ISACA Journal
Volume 3, 2,014 


Electronic Documents Information Security Compliance 

Haris Hamidovic, Ph.D., CIA, ISMS IA, and Amra Hamidovic 

The increased use of technologies that allow electronic document storage and electronic communication with clients by governments and enterprises has led lawmakers and courts in many jurisdictions around the world to consider the legal status of such information and the legal effect of that communication. Legislators across the globe recognized the need for new laws to permit and ensure the admissibility of electronic information as evidence and, more so, to enable contracts to be concluded and administrative submissions and requests to be made in electronic form. Perhaps the most important of these is the United Nations Commission on International Trade (UNCITRAL) Model Law on Electronic Commerce.1 In one form or another, this law has been enacted in at least 31 countries.2 Other countries have adopted digital signature legislation, generally modeled on the UNCITRAL Model Law on Electronic Signatures, which also impacts use of electronic documents to establish business relationships and perform interactions with other entities and individuals.3

Certain legal requirements and obligations of institutions and legal entities need to be fulfilled to ensure the admissibility and reliability of electronic documents. According to the UNCITRAL Model Law on Electronic Commerce, “in assessing the evidential weight of a electronic document regard shall be had to the reliability of the manner in which the electronic document was generated, stored or communicated, to the reliability of the manner in which the integrity of the information was maintained, to the manner in which its originator was identified, and to any other relevant factor.”4

Failure to take appropriate information security measures regarding electronic documents might constitute a violation of legal obligations in some countries and result in fines. So, for example, under the Bosnia and Herzegovina Law on Electronic Documents,5 breaches, subject to fines of up to €7,500, include:6

  • Prevention verification of authenticity and integrity of electronic documents
  • Archiving of electronic documents in such form and with such technologies and procedures that do not provide a reasonable guarantee of their authenticity and integrity for the entire storage time
  • Application of information systems with inadequate protection of personal data in accordance with the provisions of the law governing the protection of personal data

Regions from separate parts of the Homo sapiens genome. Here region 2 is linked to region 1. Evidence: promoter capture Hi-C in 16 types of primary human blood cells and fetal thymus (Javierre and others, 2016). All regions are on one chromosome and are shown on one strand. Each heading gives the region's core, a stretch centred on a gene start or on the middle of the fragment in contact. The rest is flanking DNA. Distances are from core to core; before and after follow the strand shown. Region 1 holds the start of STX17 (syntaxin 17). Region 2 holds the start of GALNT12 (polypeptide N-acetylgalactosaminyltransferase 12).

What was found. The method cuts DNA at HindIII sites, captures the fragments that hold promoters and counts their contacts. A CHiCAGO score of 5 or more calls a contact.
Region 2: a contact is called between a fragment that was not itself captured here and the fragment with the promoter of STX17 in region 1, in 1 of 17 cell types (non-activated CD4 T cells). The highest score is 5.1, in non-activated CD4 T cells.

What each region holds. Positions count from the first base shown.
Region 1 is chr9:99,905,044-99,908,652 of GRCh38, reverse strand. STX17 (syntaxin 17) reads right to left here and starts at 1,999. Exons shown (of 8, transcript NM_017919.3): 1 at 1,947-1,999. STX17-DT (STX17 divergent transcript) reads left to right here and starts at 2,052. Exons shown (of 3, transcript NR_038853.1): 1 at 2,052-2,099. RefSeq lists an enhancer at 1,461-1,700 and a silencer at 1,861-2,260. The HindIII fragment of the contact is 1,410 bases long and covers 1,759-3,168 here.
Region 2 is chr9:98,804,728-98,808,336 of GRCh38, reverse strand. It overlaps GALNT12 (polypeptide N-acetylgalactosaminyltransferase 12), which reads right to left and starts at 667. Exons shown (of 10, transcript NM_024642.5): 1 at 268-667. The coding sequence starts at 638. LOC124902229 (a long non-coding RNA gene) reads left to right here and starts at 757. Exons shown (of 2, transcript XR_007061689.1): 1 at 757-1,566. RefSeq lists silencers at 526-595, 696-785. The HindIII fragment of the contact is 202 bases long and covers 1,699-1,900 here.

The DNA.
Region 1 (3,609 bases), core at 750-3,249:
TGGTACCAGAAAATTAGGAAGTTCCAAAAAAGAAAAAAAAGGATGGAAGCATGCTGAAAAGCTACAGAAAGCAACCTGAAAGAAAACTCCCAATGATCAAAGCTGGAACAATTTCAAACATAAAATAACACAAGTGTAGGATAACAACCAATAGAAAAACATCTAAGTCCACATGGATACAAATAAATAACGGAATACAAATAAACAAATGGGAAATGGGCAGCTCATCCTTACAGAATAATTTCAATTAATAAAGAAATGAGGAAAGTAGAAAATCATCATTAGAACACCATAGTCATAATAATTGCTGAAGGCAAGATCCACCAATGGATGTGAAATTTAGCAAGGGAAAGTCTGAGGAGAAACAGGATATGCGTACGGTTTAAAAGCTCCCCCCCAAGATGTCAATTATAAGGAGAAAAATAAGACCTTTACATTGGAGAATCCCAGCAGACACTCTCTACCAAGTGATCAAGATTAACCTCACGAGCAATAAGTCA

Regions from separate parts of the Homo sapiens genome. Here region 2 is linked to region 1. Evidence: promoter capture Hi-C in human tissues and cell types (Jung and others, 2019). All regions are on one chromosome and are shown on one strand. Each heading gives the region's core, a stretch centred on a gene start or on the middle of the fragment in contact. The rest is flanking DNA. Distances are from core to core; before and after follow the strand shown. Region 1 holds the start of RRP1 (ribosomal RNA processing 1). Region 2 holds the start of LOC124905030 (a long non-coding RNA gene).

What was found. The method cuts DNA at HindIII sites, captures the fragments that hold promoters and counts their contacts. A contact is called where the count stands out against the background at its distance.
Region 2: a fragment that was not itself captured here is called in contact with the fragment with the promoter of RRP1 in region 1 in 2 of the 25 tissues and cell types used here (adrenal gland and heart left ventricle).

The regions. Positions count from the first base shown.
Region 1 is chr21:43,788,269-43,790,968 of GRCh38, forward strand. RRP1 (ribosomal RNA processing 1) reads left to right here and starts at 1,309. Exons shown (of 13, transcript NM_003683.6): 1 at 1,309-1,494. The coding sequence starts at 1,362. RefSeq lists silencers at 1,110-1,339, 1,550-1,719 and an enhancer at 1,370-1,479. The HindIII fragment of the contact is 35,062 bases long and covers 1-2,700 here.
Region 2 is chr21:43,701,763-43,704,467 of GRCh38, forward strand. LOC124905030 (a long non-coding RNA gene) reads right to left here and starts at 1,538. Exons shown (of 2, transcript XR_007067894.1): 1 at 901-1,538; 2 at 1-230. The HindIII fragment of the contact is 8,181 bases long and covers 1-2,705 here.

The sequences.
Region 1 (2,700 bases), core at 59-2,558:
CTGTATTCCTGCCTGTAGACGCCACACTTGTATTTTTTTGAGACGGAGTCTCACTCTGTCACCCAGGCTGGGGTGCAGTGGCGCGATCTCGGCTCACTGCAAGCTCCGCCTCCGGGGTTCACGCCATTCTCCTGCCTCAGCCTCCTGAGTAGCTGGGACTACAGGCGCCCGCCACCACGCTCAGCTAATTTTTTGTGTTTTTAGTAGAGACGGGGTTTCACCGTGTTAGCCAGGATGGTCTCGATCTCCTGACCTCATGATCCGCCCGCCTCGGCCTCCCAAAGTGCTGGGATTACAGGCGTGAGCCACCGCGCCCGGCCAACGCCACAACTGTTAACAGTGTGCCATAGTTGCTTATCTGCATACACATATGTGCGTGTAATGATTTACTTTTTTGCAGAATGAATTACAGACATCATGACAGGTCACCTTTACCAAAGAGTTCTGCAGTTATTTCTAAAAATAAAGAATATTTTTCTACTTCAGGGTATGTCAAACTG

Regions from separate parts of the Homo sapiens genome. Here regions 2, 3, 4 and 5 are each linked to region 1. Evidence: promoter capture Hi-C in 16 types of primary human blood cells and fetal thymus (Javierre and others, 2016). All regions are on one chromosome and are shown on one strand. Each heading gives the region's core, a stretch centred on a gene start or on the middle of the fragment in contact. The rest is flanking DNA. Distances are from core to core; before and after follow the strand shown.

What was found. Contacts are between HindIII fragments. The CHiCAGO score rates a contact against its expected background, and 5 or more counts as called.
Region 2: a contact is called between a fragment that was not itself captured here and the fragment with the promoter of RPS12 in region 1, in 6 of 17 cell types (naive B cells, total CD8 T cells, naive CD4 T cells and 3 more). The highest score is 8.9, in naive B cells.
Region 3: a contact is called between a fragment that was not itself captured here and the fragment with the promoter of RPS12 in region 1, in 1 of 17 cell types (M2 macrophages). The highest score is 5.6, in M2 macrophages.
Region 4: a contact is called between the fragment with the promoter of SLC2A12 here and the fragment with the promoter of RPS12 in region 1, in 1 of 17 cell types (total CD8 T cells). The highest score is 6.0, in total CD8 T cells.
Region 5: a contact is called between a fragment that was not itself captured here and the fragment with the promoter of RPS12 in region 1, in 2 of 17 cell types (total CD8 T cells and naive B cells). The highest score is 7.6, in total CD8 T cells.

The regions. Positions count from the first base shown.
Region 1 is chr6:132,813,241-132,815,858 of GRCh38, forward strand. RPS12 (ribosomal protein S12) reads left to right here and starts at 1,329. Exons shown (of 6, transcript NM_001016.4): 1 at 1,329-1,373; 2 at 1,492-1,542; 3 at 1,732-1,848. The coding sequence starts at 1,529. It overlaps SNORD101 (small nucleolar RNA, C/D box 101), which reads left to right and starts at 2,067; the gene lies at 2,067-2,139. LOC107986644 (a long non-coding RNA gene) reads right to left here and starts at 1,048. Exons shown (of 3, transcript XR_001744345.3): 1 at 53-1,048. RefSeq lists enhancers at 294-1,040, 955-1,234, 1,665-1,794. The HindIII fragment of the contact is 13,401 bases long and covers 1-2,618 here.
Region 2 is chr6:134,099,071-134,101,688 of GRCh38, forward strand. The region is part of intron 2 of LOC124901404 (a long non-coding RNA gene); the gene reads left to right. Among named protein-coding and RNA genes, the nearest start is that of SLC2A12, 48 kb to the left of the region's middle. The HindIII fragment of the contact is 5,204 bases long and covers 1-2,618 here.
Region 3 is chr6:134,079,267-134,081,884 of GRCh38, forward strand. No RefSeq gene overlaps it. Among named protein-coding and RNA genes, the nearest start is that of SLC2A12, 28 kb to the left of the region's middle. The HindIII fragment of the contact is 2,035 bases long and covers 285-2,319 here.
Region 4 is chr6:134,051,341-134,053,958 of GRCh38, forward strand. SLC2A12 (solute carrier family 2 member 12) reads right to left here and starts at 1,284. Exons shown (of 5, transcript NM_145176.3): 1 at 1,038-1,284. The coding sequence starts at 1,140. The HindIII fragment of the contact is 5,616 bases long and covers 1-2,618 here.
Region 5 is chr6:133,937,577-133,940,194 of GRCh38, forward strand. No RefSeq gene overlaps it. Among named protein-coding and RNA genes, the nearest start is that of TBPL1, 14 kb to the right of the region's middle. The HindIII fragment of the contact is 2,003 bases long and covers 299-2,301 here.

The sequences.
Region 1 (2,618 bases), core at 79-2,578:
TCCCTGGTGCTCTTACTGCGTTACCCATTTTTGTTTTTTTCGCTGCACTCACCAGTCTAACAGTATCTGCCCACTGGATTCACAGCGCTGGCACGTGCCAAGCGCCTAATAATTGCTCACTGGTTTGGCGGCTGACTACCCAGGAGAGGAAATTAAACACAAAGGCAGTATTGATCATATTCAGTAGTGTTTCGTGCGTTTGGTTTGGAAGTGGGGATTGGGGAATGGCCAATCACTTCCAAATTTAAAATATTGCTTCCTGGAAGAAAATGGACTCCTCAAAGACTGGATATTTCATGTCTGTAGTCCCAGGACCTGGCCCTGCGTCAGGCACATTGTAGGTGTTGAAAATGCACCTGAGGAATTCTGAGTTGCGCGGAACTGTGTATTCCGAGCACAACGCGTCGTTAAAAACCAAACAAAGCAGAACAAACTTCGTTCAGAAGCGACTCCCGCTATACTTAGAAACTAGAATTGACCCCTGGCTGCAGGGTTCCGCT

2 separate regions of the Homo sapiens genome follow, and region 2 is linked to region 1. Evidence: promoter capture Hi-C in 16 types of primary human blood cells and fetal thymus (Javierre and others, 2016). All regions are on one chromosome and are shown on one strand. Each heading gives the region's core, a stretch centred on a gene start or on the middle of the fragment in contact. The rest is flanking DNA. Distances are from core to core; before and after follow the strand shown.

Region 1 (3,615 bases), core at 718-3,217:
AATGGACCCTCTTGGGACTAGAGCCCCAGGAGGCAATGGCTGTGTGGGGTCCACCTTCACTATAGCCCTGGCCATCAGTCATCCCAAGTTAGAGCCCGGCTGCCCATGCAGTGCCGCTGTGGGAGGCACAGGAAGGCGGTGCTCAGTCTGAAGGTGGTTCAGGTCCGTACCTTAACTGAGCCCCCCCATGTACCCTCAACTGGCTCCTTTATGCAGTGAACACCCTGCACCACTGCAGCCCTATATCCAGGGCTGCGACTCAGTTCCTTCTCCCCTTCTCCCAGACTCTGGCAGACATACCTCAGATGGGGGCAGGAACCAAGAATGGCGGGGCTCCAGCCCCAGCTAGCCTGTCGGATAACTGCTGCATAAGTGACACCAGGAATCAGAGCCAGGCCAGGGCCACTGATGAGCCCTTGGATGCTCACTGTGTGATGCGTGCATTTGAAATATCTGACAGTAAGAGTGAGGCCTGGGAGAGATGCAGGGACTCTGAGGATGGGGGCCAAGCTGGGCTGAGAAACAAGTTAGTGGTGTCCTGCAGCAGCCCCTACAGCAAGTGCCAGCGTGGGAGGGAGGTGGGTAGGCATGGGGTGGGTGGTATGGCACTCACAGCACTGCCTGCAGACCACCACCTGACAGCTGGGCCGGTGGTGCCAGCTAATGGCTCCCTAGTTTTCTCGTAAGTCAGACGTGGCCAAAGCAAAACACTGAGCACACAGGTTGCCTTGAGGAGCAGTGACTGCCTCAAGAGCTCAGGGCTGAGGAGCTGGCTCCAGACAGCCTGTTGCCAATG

To demonstrate compliance with legal requirements relating to the preservation of the authenticity and integrity of electronic documents throughout the entire electronic document life cycle, organizations should establish a documented risk-based information security management system (ISMS) and maintain records to confirm compliance. To ensure good record-keeping practices are followed to avoid problems with records acceptance in the event of litigation, an organization should periodically assess its practices and procedures.7

“Consistent use of a risk management strategy and assessment process will show outside assessors (and courts of law) that due diligence was completed and justification for any specific direction in technology implementation was documented. Will it resolve all liability and risk? No, of course not. Will it show due diligence and risk analysis? Absolutely.”8

Protection of Vital Electronic Records
Each organization must analyze its own operations and records to determine what information is vital to its continued existence. Once vital electronic records have been identified, the remaining records can then be classified as important or useful. Identified vital records and information require special protection from potential loss. Typically, only 3-7 percent of an organization’s electronic records would be classified as vital.9

The record types listed in figure 1 are examples of what might be considered in each classification. It is the responsibility of each organization to determine the classification of the records and information for that organization.10

Figure 1

Audit Trail
When preparing electronic records for use as evidence, it is often necessary to detail the storage date of the information, the movement of the information from one medium to another and the evidence of the controlled operation of the records management system (RMS). These details are known as audit trail information. The audit trail consists of a historical record of all significant events associated with the RMS.11